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17585

Single Incision Laparoscopic Appendectomy--Is Obesity A Contraindication?

Saturday, October 20, 2012: 1:20 PM
Napoleon Ballroom (Hilton Riverside)
Govardhana Yannam, MD1, Mike K. Chen, MD1, Scott A. Anderson, MD1, Russell L. Griffin, PhD2, Elizabeth A. Beierle, M.D.1 and Carroll M. Harmon, MD, PhD1, (1)Pediatric Surgery, The Children's Hospital of Alabama, University of Alabama at Birmingham, Birmingham, AL, (2)Epidemiology; Center for Clinical Translational Science, University of Alabama at Birmingham, School of Public Health, Birmingham, AL

Purpose: Single-incision pediatric endosurgery (SIPES) has gained popularity and has been reported to be safe in acute (non-perforated) and perforated appendicitis. The feasibility of SIPES appendectomy in obese children is unknown.

Methods: After IRB approval, data were collected from a prospectively maintained SIPES appendectomy database for cases performed between April 2009 and March 2012. Patients were divided into obese and non-obese groups based on Center for Disease Control criteria for obesity in children, BMI ≥ 95th percentile. The surgical techniques, operative times, complications, conversion rates, and outcomes were recorded.

Results: SIPES appendectomy was attempted in 500 children. Overall, 37% were female, median age was 10.9±3.8 years (range 1.4-17.9); 353 (70.6%) had acute (non-perforated) appendicitis, 89 (17.8%) had perforated appendicitis, and 58 (11.6%) underwent interval appendectomy. There were 105 (21%) obese children. Mean operative time, blood loss, requirement of additional trocars and intraoperative complications in non-obese children (38.9±16.7 min; 3.7±7.4 ml; 18 required additional trocars; 3 intraoperative complications) and obese children (40.7±14.9 min; 4.8±6.1 ml; 2 patients required additional trocars; no intraoperative complications) were not significantly different. Mean hospital stay for both groups was similar (2.3 days). Post operative wound infections (3.3% vs. 4.8%, p=0.55, non-obese vs. obese) and intraabdominal abscesses (4.3% vs. 2.9%, p=0.77, non-obese vs. obese) were not significantly different. Patient age, indication for procedure (acute, perforated and interval appendectomy) or level of training (residents vs fellows) did not influence the outcome between groups.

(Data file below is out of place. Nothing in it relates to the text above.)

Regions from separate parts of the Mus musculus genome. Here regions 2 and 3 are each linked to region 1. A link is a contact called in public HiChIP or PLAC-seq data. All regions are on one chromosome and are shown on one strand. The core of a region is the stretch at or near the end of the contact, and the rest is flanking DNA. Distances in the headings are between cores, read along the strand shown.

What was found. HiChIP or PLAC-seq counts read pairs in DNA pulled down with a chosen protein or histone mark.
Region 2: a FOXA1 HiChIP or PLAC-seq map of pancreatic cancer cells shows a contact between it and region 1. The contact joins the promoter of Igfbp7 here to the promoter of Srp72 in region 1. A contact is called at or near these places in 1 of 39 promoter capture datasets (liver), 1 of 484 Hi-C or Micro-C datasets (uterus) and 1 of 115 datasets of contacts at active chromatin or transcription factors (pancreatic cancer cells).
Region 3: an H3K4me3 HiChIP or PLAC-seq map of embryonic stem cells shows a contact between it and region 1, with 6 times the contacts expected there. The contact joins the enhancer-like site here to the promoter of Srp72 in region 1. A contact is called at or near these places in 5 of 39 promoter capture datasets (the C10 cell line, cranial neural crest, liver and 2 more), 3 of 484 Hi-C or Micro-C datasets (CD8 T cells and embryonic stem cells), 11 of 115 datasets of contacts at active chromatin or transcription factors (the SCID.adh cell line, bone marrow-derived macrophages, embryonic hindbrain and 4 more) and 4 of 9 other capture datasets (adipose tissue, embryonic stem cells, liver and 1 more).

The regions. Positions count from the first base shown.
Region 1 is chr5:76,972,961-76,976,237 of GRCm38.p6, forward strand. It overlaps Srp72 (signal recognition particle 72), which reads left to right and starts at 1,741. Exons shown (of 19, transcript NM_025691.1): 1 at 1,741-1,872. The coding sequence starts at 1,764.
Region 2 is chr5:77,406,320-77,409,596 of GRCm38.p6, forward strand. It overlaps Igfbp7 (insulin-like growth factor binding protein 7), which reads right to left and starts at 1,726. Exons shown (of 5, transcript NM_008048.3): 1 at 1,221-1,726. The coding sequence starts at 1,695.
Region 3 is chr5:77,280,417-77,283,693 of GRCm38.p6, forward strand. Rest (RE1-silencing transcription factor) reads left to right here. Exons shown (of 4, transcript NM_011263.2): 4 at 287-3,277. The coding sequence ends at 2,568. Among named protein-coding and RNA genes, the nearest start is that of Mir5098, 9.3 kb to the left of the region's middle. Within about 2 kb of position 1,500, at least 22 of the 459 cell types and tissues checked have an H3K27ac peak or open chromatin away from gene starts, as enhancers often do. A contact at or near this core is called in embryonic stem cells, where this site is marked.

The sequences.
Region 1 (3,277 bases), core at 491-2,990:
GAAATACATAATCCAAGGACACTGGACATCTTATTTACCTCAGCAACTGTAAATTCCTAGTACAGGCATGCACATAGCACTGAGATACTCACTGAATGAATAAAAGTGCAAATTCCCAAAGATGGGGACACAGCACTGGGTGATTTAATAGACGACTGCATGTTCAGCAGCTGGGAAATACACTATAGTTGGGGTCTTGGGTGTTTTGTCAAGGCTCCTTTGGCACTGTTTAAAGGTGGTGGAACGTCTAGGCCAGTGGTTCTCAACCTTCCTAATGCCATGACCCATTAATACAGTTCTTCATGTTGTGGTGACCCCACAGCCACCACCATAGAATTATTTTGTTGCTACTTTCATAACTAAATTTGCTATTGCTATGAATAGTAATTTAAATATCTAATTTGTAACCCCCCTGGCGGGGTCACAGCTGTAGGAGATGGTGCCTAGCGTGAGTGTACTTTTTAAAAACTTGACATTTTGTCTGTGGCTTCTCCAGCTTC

Conclusion: SIPES appendectomy may be accomplished successfully and safely in obese children. Obesity does not appear to be associated with increased risk of complications and is not a contraindication for SIPES appendectomy.